Technology aids cheating

Evan Henry
Contributing Writer

Photo Illustration by Jubenal Aguilar

In a generation that sees young people carrying the knowledge of the universe in their pockets via smartphones and tablets, it’s no wonder some college students who take online classes look to the internet to find answers to their coursework.

Taking traditional classes on campus can be overwhelming or inconvenient for some students who work or have other obligations outside of school. So earning credit through online classes is a good way to counteract that stress. However, trying to learn a subject through a computer screen can cause some confusion, and it’s easier to Google answers to questions when there isn’t a professor staring you down at your desk.

So, what does it mean for students who cheat in online classes?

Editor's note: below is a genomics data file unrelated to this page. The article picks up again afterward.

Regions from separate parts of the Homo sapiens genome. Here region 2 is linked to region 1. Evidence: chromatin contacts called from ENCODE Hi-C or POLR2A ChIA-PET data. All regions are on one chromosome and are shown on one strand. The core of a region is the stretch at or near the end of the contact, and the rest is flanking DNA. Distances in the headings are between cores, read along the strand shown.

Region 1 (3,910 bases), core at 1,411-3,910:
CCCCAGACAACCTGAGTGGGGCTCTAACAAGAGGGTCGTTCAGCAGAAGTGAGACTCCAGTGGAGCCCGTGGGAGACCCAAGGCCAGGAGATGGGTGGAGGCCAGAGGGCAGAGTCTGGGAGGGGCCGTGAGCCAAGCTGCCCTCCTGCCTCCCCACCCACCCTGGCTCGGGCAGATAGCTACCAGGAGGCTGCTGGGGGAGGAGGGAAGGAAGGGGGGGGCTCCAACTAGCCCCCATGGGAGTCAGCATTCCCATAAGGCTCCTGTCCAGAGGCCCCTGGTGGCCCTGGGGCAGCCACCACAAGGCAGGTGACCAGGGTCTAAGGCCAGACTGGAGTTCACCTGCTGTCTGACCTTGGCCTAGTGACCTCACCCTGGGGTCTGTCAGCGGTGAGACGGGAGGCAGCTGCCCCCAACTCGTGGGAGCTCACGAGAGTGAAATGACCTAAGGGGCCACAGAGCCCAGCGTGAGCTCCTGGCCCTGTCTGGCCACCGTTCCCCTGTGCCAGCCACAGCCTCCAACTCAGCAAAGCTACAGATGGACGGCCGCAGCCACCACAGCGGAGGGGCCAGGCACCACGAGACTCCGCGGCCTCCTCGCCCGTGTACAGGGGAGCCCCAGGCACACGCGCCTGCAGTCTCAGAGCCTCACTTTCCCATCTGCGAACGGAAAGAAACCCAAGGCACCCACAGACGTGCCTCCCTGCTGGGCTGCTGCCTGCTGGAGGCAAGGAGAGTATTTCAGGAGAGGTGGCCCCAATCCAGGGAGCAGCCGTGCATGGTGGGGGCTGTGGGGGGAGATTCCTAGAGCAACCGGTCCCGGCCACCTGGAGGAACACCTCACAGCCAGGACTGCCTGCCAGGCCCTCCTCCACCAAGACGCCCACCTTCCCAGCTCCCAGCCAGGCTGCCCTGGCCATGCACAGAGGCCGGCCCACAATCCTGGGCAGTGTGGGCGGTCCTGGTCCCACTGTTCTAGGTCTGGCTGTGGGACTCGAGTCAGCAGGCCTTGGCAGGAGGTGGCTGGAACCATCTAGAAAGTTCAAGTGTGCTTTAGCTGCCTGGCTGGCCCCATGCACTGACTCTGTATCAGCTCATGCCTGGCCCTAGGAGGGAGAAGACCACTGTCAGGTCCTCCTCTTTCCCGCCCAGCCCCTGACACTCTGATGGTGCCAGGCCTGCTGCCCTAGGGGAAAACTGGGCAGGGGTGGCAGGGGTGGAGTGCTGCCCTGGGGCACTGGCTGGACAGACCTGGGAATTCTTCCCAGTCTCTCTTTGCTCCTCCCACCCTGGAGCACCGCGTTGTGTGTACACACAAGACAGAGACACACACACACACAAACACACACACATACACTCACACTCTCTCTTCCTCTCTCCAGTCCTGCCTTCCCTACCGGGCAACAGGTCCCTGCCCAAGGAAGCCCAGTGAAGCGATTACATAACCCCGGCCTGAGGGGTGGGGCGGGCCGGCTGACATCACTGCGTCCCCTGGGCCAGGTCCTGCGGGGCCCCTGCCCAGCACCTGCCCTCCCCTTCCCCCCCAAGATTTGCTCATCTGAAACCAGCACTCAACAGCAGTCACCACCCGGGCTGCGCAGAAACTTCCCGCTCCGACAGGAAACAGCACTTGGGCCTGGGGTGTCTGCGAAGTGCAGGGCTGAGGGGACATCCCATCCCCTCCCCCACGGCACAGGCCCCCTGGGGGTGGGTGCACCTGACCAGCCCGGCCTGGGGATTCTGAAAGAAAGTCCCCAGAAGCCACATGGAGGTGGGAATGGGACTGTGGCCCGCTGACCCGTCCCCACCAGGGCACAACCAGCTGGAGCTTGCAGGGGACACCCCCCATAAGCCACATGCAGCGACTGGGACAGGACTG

Obviously, they are only taking advantage of the resources around them. After all, it’s 2017, technology seemingly changes every day, and it’s likely light-years ahead of what was around when the structures of some courses were originally set up.

I had a teacher in high school who told his classes to use any resource necessary when completing class work. He encouraged the use of technology in the learning environment, even if it meant using a smartphone to look up the answer to a question. But this not only meant lazy students, it also meant a lazy teacher.

If students are openly allowed to cheat, instructors will breeze through the grading process with ease. And they know it.

“Students online, depending on the university, have good opportunities to cheat right now,” Fred Stielow, who helped design cheating prevention tools at American Public University System, said, according to U.S. News.

But students who cheat to get through their courses are robbed of their full education, ultimately wasting their tuition money and cheapening their credentials. And the more schools and their technology partners integrate face-to-face engagements online, the more online cheating will become impossible, according to The Atlantic.

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